“David knew exactly what he wanted for that scene,” says Meire. “Here, the effects were much more stylish, and we got to put more imagination into it, without breaking the realism. We put a lot of attention on timing and choreography during Colt’s fights to make sure that, despite all the distortions, that the visuals were still in sync with the performances.”

She adds, “David also wanted to upset these three main colors, RGB (red, green, blue). That distortion of the colors was very graphic-heavy in the beginning. So, we added things like chromatic aberration, which creates additional lines and color fringes along the edges of objects, to make the scene look more photographic.”

In addition to all the reference material Cinesite received, from concept art to work-in-progress shots, Meire said that one of the sources of inspiration came from her simply asking members of the team, “How do you feel when you take drugs?”

“I was going around and asking everyone this,” she admits with a laugh. “I’m sure it started to get a little bit embarrassing in the studio.”

But Meire did get some helpful feedback. 

“A few people were really nice and shared with me their thoughts on the topic, though I don’t know how much of it came from personal experience or stories they’d heard themselves,” says Meire. “Either way, it was helpful.”

One of the challenges that came with having so much sparkle and distortion in the nightclub scene was that every spark and sparkle had to be accounted for. It’s not uncommon for effects like those to wander if left unanchored, and Meire and her team had to make sure those effects stayed put.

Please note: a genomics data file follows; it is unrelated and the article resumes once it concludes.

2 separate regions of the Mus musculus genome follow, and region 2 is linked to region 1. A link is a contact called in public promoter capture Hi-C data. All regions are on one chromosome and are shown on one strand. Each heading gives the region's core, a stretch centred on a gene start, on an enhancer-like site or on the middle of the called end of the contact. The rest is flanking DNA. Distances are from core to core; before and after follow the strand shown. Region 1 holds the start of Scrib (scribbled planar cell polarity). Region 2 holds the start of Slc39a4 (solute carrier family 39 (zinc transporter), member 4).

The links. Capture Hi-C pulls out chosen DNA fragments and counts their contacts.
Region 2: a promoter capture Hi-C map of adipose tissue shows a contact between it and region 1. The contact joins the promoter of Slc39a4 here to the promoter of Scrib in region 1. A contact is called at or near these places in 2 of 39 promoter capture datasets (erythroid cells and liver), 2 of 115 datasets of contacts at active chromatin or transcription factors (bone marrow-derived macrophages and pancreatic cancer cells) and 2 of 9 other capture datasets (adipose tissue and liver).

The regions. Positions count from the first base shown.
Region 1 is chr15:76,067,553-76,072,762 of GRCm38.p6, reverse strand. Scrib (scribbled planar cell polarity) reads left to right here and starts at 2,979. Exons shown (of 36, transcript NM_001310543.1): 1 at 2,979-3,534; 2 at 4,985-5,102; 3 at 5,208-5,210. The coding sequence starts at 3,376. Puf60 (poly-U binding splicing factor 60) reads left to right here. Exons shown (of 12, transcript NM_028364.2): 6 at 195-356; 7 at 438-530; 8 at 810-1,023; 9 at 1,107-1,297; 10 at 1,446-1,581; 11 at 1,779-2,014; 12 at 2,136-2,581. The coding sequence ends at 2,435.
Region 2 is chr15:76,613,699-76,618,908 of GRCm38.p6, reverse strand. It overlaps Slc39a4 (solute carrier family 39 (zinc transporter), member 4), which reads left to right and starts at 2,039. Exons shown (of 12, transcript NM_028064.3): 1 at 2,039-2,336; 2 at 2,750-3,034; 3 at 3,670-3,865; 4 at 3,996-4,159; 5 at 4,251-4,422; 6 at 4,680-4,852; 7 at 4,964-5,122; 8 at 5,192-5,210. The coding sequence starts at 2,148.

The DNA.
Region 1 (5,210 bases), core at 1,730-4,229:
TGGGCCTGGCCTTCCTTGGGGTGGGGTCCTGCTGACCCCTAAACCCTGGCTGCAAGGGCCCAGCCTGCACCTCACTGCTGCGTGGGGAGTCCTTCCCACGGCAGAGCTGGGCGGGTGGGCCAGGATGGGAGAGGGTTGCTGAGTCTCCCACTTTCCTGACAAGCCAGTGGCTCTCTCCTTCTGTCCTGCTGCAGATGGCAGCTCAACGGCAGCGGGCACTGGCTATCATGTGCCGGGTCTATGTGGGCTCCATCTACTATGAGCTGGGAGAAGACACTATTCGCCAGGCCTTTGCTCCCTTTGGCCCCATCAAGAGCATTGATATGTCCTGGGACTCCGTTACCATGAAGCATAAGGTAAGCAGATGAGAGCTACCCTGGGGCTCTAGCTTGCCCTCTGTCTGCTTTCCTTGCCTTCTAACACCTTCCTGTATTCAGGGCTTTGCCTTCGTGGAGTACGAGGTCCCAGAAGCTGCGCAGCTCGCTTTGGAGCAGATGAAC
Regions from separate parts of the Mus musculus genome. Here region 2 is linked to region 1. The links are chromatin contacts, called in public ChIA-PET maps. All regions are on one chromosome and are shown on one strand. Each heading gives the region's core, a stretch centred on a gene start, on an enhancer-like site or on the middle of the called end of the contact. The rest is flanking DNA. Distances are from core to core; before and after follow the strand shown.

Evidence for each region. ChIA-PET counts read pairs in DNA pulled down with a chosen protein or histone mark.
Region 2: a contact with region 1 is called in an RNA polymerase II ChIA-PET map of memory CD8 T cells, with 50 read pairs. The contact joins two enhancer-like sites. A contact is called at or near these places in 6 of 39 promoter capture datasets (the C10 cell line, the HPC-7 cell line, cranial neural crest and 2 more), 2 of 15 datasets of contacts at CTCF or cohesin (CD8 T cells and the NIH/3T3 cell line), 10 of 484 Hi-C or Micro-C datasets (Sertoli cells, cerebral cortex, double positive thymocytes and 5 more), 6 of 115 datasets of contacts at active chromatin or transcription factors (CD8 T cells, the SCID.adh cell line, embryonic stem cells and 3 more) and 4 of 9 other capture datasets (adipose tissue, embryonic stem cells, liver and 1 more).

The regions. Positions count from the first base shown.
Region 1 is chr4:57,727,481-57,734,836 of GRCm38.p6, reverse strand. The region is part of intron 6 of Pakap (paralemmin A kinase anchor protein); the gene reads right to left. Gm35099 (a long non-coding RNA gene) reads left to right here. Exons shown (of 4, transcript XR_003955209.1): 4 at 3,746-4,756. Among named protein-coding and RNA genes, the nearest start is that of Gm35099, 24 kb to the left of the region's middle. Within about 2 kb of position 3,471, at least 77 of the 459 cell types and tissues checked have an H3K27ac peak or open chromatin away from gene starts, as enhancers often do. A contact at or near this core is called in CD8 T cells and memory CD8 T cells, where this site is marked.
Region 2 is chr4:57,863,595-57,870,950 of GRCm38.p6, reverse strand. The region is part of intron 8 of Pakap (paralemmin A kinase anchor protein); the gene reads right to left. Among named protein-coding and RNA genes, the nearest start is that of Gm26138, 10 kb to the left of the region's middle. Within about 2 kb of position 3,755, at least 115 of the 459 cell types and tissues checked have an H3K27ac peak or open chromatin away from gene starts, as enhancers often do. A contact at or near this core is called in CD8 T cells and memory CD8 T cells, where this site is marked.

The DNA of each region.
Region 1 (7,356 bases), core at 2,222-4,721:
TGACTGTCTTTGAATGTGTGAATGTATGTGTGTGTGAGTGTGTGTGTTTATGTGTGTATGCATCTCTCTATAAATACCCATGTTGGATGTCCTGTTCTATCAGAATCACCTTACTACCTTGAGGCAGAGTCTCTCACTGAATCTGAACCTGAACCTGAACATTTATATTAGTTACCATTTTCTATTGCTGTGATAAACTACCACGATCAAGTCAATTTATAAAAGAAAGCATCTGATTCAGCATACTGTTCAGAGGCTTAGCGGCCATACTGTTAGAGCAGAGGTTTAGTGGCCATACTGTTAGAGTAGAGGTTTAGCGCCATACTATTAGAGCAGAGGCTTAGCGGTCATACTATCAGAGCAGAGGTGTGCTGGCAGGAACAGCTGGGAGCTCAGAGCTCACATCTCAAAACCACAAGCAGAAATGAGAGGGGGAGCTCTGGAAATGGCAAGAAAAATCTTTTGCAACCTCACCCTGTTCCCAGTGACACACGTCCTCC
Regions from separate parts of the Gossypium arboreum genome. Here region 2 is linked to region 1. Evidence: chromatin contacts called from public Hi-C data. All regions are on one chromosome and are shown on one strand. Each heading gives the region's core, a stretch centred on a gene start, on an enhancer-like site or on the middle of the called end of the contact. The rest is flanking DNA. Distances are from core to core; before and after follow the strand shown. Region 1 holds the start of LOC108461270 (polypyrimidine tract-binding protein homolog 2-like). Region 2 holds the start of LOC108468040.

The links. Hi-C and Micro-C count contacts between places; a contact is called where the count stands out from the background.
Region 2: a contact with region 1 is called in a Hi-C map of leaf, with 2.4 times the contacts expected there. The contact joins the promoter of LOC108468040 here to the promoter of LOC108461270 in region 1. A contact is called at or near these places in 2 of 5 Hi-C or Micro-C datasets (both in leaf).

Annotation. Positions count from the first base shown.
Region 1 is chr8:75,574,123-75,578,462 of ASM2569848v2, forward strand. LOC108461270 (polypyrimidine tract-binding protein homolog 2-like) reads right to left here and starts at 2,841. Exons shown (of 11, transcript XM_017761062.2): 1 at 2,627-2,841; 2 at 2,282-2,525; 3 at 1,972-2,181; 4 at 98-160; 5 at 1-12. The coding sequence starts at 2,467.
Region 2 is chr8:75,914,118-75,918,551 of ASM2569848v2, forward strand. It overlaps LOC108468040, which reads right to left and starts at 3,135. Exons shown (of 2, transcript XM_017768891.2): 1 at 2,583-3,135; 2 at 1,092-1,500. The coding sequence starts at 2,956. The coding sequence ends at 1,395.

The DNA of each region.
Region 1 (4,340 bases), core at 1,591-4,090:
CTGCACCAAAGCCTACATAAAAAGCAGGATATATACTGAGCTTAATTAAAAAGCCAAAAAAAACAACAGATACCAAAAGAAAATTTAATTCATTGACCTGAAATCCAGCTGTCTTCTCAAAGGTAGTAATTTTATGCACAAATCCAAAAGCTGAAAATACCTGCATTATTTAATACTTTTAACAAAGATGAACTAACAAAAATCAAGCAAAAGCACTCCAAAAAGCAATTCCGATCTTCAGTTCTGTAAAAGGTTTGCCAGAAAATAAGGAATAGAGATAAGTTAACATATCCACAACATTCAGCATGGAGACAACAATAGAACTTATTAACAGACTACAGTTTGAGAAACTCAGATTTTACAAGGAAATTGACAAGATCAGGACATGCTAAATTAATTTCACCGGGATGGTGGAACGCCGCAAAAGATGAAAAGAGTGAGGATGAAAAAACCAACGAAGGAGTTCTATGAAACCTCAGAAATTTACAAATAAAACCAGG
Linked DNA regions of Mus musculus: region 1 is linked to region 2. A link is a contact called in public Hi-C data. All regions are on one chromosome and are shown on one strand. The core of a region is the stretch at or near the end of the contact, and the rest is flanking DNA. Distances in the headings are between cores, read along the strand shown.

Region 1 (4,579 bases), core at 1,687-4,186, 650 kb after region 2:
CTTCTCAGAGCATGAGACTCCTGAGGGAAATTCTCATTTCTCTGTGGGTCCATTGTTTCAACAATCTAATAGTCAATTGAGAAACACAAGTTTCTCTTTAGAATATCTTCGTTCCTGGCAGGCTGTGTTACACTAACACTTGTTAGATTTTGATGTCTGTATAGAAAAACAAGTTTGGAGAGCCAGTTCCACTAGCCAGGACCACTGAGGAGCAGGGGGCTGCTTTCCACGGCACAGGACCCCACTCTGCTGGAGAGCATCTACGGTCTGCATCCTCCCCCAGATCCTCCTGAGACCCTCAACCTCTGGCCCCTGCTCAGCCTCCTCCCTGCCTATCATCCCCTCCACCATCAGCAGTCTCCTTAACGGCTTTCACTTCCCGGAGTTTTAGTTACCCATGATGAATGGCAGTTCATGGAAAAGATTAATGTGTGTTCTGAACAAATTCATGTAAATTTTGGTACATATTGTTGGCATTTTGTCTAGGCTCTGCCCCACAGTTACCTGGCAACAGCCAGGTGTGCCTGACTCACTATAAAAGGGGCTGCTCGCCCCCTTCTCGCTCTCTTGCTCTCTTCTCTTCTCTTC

“We ended up rotoscoping all the characters and using garbage mattes of each of them, so the sparks and sparkles were always attached in the right place and moved only in the way we wanted,” she shares. “These days, if it's done right, you can’t really tell which is the practical effect and which is the digital one. It’s created a great partnership between different artists and filmmakers that has allowed us to achieve things we never could before on camera.”

Like, for example, safely including a dog in an elaborate car chase. One of Meire’s favorite scenes to work on was where Gosling’s character Colt is driving a standard car chasing a Garbage truck through the city streets with one of the production members’ dog in the front seat.  

Along with using a bluescreen to display the stitched-together images from the practical shots of the chase, a digital dog was added into the practically filmed shots using previously filmed images of the dog that were done separately. 

“Dogs cannot be in a shot where two or more people are fighting in a film because it’s not totally safe for the animal or the people,” says Meire. “The dogs will likely bark or even attack one of the actors thinking these two people are really fighting. So, all the scenes with the dog were shot at a different time on bluescreen and then put back inside of the car.”

Despite how complex it sounds, this visual effect was fairly straightforward, according to Meire, when compared to the stylistic challenges of the nightclub scene and pretending to light someone on fire. 

“Colt being on fire was definitely the biggest challenge because it was all in the foreground with a lot of interaction,” says Meire. “We not only had to set him on fire once, but many times, and burn up his jacket, which was a whole other conversation. It took quite a lot of time and attention to detail. Matt was an amazing supervisor to follow, and he and David worked really well together. The whole atmosphere on this movie was amazing and I think that definitely aided in our success. Everyone backstage was treated so well, which tracks with what this film is about.”

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Victoria Davis is a full-time, freelance journalist and part-time Otaku with an affinity for all things anime. She's reported on numerous stories from activist news to entertainment. Find more about her work at